The game has an option for selecting the user's country which includes the USA, Canada and the UK but this doesn't seem to have any noticeable effect on the spellings used.

Of course it would be easy to argue that American spellings are becoming the dominant form, and if you can agree with this then the game is reasonably enjoyable and some of the games are quite fun (but then some are a bit annoying), but as I am British I would not give this to a child growing up in the UK.
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49 of 51 people found the following review helpful
4.0 out of 5 stars Competent, but predictable, 5 Dec 2007
By 
mosta67 "mosta67" (UK) - See all my reviews
(VINE VOICE)   
= Fun:3.0 out of 5 stars 
This review is from: My Word Coach (Nintendo DS) (Video Game)
Another title in the vein of the Brain Training titles, but with the focus on vocabulary, My Word Coach will be familiar to those who have any of the aforementioned mental agility games.

After registering yourself (there are 3 save slots), filling in date of birth, etc, and choosing a tutor (gladly, there's no irritating Dr Kawashima or grey faecal lump with mortar board from Big Brain Academy in sight) there is a test to rate your base vocabulary level.

From this point, the training activities are introduced from a 'fill in the missing/incorrect letter', to word definition games, spaghetti soup anagrams (the letters sink, on higher levels), beat the computer: code wheel and word tetris.
All games utilise the stylus, letter recognition, choosing the correct definition, dragging and dropping alphabet soup, or spinning the code wheel. The interface is practically faultless in this respect.

It's all quite well done, with enough new words to keep you interested as you improve your ratings, which are percentage and vocation rated (e.g. lawyer, psychologist), though not sure if 'tabloid reporter' or 'vice-president' are available.

After each activity is completed, the list of words and definitions are given, if you're serious about learning; there are the usual graphs and stats provided to chart your progress.

It's fun for a few days, though I'm not sure about long term appeal.
In this respect, Brain Training has a greater variety of activities, which is to be expected given the broad scope of that title.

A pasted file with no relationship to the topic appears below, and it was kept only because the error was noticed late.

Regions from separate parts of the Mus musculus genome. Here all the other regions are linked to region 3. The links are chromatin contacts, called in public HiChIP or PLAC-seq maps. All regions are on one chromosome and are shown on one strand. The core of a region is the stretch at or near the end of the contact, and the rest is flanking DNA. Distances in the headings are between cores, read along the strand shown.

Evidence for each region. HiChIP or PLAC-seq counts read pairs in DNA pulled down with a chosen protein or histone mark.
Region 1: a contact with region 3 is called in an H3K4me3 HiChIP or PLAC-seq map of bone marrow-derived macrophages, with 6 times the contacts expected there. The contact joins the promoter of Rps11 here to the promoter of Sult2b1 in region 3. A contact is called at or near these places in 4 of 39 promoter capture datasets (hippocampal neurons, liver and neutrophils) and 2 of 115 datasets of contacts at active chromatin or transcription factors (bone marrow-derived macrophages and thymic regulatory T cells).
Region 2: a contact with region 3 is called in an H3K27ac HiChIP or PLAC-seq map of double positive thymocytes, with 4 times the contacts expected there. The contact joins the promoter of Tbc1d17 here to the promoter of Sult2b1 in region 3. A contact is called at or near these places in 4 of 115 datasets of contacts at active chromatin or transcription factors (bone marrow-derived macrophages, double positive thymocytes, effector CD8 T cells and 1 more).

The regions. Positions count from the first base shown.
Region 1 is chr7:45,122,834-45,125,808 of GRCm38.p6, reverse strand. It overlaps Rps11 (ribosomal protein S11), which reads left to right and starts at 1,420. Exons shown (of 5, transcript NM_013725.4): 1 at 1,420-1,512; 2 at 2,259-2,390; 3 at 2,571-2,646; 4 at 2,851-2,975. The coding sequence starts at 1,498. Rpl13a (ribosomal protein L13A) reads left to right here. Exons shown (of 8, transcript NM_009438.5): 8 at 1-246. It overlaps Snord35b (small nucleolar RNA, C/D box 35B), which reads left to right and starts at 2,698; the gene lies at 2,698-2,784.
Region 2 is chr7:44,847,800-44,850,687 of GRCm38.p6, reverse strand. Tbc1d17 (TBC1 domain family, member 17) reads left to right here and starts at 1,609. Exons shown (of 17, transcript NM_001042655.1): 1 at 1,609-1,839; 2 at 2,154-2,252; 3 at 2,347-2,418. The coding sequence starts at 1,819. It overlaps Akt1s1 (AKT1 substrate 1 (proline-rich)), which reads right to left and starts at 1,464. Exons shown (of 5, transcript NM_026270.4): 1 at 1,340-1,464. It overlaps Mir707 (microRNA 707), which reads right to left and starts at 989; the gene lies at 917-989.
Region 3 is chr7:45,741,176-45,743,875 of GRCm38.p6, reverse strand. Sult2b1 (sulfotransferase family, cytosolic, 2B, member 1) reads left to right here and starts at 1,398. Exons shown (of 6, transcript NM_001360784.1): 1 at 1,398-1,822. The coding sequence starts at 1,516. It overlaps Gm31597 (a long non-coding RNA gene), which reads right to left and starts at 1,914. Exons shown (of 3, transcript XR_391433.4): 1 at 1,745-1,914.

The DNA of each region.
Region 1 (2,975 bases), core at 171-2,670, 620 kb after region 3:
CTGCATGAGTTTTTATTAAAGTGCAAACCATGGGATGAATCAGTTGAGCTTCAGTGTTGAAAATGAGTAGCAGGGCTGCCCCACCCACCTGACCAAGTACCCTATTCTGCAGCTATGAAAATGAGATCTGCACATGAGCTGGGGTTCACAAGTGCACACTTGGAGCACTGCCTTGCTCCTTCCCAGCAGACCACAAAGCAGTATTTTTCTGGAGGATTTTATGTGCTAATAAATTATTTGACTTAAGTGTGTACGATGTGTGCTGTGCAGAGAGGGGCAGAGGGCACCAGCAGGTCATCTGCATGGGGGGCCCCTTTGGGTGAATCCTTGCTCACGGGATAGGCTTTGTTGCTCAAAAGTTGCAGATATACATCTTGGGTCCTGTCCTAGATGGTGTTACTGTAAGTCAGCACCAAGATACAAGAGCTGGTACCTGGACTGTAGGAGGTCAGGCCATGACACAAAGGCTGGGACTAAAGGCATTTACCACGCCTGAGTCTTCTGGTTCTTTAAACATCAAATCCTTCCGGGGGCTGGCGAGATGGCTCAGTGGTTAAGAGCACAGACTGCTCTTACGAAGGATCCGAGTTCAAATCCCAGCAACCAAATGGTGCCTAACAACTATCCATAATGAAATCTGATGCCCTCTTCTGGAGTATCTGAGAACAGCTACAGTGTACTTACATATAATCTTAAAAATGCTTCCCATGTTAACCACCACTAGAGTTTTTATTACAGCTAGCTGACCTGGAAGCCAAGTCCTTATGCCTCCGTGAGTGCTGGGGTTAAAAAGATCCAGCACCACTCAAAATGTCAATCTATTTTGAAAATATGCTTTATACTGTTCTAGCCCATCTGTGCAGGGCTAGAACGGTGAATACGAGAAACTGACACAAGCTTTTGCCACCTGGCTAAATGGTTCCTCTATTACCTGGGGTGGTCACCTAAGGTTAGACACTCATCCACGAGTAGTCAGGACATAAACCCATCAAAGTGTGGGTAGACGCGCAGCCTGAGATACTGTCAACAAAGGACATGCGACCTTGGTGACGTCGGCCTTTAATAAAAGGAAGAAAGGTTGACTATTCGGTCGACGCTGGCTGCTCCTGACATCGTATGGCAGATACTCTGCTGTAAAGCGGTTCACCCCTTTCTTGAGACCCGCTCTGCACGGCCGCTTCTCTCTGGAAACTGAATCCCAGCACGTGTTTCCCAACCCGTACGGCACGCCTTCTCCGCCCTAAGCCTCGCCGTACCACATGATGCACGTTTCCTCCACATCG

'My Word Coach' will suit the commuter with a few minutes to spare, and is a worthy addition to the DS list of 'grown up kids' titles.
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7 of 7 people found the following review helpful
4.0 out of 5 stars good bit of fun...but...., 29 Jan 2008
By 
Mrs. C. J. Cubbon (Stafford, UK) - See all my reviews
(VINE VOICE)    (REAL NAME)   
= Fun:4.0 out of 5 stars 
This review is from: My Word Coach (Nintendo DS) (Video Game)
I am another left handed player and it is a pain that they did'nt think of allowing for it like they do for braintraining - I mean, it's a bit of a 'no-brainer' is'nt it. My son (who is hyperlexic and so loves words and numbers) likes this game but also gets frustrated at the poor letter recognition (as do I at times)there are some useful words in there but some that...yes, you just would'nt use and some seem so simple it is annoying. I have a fairly good vocabulary and after just a few days have advanced well into the game - not sure how long it will last me. One game just does'nt seem to work properly but is it 'user error?' hmmm...worth the money but please get the silly words out and all the american type words - we want useable words...come on now...
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9 of 9 people found the following review helpful
3.0 out of 5 stars My Word Coach, 11 Mar 2008
By 
C. Harrison "Harri" (UK) - See all my reviews
(REAL NAME)   
= Fun:3.0 out of 5 stars 
This review is from: My Word Coach (Nintendo DS) (Video Game)
I was really intrigued with this game to start with and played it regularly. However, unlike Brain Training and Sight Training I have found it to be very limited and repetitive, irrespective of whether letters sink in the soup! Trying to get through the requisite number of words in order to "stamp" the day becomes very tedious.
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11 of 13 people found the following review helpful